Medieval theologians, or so I’ve heard, engaged in vigorous debate on such subjects as how many angels could dance on the head of a pin. This sort of thing is what happens when humans develop an elaborate intellectual discipline that has no relation whatever to anything real.
Last night I stumbled on a dissertation written at CNMAT, the Center for New Music and Audio Technologies at UC Berkeley. The author is Psyche Loui. Having picked up an interdisciplinary Ph.D. at Berkeley, she is now an instructor in neurology at Harvard. I guess I’m impressed, but I’m not sure.
Her dissertation is an entirely serious, scholarly paper that documents her research on how people experience music. Playing long series of artificial melodies to hapless undergraduates wearing headphones, that type of thing. She used the Bohlen-Pierce scale quite extensively. If you don’t know what that is, you’re not missing much.
I forced myself to read large chunks of the dissertation. (Okay, I skipped the statistics and went straight to the conclusions.) Having fought my way to the bitter end, I no longer think it’s hilarious. But I still think it’s a little creepy. Stuff that’s really obvious to any musician is nailed down by means of rigorous and highly artificial testing methodologies. I mean, did we really need to run tests to confirm that when people listen to melodies over and over, they’re more likely to recognize them the next time they hear them?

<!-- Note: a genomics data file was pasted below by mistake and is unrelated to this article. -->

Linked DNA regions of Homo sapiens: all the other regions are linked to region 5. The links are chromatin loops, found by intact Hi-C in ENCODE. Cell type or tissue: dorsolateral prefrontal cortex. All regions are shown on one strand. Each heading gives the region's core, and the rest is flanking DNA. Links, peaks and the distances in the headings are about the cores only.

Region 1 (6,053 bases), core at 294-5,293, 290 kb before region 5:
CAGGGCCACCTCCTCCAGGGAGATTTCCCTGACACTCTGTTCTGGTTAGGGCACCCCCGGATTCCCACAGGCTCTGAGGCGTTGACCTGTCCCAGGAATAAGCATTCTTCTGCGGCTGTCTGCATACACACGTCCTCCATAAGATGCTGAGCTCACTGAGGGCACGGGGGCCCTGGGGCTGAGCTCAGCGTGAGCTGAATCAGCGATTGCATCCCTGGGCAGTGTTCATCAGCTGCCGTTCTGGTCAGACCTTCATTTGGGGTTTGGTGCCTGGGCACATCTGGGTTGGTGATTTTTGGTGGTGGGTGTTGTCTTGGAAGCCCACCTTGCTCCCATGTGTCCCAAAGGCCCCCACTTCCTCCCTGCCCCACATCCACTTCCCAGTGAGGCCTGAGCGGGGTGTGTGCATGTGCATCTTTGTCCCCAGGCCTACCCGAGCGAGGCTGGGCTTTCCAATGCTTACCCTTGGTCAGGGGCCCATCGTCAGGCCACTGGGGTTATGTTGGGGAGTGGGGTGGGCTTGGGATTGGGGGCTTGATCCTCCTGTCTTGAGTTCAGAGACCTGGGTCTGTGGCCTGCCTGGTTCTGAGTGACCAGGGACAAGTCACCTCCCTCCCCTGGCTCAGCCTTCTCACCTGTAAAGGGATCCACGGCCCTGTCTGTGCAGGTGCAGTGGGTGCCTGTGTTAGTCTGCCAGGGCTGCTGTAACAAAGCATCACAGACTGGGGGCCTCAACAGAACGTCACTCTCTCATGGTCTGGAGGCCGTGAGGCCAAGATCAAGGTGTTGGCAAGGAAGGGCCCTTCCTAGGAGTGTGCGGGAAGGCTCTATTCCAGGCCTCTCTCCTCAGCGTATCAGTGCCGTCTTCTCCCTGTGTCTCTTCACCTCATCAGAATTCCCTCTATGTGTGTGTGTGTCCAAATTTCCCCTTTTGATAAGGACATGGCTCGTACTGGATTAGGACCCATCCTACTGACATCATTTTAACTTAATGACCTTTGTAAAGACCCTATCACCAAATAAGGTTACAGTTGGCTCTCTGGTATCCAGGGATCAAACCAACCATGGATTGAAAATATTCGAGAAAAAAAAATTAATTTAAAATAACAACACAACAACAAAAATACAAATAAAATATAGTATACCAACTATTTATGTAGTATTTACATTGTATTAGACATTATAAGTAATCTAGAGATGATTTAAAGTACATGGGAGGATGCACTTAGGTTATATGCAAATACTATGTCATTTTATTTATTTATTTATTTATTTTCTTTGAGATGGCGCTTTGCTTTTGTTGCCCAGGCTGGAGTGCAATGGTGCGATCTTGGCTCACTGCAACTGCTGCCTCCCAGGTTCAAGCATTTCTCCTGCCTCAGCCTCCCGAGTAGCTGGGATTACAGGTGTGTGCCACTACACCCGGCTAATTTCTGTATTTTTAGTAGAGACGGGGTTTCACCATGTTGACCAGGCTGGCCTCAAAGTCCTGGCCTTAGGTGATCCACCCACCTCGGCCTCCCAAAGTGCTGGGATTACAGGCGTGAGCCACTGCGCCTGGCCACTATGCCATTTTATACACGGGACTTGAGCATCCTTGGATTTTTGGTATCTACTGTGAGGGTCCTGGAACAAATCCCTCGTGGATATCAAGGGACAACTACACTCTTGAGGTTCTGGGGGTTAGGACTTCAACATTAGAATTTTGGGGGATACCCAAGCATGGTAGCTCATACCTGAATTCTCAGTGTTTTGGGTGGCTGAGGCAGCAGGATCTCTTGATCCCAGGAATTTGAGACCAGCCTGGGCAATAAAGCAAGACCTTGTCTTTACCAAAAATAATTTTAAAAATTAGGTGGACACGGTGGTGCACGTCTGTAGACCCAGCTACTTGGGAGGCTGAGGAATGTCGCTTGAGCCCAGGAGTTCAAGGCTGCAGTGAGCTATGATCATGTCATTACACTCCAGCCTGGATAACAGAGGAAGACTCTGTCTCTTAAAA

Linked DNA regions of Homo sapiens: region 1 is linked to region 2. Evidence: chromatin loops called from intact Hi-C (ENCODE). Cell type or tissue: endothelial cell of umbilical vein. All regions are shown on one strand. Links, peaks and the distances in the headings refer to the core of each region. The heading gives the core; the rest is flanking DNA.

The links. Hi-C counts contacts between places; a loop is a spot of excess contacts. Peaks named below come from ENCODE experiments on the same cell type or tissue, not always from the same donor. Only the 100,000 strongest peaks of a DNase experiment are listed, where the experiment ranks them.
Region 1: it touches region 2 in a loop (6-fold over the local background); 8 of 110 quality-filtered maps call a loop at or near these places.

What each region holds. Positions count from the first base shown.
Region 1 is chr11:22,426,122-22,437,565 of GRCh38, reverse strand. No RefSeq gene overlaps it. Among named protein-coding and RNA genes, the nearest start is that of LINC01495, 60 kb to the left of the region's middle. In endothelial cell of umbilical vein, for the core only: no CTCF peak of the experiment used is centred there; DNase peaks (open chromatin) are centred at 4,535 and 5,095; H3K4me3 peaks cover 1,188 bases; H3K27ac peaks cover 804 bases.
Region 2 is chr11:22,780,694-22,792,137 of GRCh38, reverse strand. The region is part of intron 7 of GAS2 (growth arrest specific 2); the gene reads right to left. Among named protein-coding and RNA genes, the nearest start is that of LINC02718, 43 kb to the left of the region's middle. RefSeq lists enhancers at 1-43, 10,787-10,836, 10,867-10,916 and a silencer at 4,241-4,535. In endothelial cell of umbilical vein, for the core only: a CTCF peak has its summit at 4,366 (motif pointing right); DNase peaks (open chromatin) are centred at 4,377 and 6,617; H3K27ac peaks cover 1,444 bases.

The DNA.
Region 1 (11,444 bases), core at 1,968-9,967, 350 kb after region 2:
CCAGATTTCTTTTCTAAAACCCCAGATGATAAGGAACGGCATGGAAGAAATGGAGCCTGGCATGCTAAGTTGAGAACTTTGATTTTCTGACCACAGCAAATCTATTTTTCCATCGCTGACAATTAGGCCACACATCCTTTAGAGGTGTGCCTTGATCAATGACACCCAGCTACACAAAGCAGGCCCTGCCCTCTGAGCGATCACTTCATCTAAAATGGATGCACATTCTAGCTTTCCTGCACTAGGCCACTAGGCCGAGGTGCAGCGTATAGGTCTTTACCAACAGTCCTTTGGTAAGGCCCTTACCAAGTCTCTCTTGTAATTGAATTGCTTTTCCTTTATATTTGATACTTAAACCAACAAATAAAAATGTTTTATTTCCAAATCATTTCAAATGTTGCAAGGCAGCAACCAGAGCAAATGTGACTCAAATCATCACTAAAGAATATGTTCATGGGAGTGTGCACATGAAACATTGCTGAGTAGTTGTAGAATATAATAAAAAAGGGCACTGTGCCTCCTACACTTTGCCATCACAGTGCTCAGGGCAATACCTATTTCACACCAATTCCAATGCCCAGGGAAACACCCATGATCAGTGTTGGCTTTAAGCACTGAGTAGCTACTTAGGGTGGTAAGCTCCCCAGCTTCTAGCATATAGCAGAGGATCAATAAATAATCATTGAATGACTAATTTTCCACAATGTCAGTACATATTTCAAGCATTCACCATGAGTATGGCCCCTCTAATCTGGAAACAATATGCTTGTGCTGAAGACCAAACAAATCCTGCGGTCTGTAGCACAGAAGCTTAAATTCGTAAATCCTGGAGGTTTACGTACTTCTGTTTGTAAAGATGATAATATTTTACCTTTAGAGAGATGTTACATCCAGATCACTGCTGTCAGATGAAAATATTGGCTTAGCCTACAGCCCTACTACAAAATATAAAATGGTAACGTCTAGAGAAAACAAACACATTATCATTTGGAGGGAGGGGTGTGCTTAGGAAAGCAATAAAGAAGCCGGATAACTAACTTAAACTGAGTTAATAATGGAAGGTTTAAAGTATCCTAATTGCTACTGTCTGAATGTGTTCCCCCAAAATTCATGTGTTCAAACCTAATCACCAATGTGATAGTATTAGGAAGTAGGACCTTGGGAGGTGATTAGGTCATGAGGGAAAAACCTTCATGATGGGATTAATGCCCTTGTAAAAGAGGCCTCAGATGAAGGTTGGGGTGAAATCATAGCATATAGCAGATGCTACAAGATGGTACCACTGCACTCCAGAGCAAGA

I took a whole bunch of notes, but I’m not going to bore you with them. Suffice it to say that while Loui’s dissertation investigates how the human brain perceives music, it has nothing whatever to do with music. I’m going to echo Sherlock Holmes here: Now that I’ve read her research, I’m going to do my best to forget it as quickly as possible. (I don’t remember which story it’s in, so that’s not an exact quote.)
I don’t need this stuff cluttering up my brain. And … and … what on Earth is the point of doing a bunch of research into musical perception if it doesn’t help us make better music?